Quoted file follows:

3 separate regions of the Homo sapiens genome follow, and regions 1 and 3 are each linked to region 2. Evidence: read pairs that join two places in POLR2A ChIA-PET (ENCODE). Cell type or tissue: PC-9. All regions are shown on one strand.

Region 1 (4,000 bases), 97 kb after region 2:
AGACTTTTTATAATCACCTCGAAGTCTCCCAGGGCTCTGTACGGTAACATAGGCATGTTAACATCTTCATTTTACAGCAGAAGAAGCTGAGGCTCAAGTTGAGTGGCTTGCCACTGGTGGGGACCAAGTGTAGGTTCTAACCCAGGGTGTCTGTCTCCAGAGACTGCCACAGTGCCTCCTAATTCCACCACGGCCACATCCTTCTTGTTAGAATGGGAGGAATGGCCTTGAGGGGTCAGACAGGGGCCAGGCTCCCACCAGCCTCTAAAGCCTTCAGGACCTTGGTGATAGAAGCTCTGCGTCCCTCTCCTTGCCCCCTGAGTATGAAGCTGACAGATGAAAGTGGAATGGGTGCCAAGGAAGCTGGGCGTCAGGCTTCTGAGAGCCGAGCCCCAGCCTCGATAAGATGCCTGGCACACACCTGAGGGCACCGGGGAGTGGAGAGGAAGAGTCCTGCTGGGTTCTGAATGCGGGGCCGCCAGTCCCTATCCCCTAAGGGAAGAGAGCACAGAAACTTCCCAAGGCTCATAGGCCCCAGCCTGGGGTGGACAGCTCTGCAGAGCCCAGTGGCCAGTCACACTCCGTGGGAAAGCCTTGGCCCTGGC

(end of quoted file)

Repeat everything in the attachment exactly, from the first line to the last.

3 separate regions of the Homo sapiens genome follow, and regions 1 and 3 are each linked to region 2. Evidence: read pairs that join two places in POLR2A ChIA-PET (ENCODE). Cell type or tissue: PC-9. All regions are shown on one strand.

Region 1 (4,000 bases), 97 kb after region 2:
AGACTTTTTATAATCACCTCGAAGTCTCCCAGGGCTCTGTACGGTAACATAGGCATGTTAACATCTTCATTTTACAGCAGAAGAAGCTGAGGCTCAAGTTGAGTGGCTTGCCACTGGTGGGGACCAAGTGTAGGTTCTAACCCAGGGTGTCTGTCTCCAGAGACTGCCACAGTGCCTCCTAATTCCACCACGGCCACATCCTTCTTGTTAGAATGGGAGGAATGGCCTTGAGGGGTCAGACAGGGGCCAGGCTCCCACCAGCCTCTAAAGCCTTCAGGACCTTGGTGATAGAAGCTCTGCGTCCCTCTCCTTGCCCCCTGAGTATGAAGCTGACAGATGAAAGTGGAATGGGTGCCAAGGAAGCTGGGCGTCAGGCTTCTGAGAGCCGAGCCCCAGCCTCGATAAGATGCCTGGCACACACCTGAGGGCACCGGGGAGTGGAGAGGAAGAGTCCTGCTGGGTTCTGAATGCGGGGCCGCCAGTCCCTATCCCCTAAGGGAAGAGAGCACAGAAACTTCCCAAGGCTCATAGGCCCCAGCCTGGGGTGGACAGCTCTGCAGAGCCCAGTGGCCAGTCACACTCCGTGGGAAAGCCTTGGCCCTGGC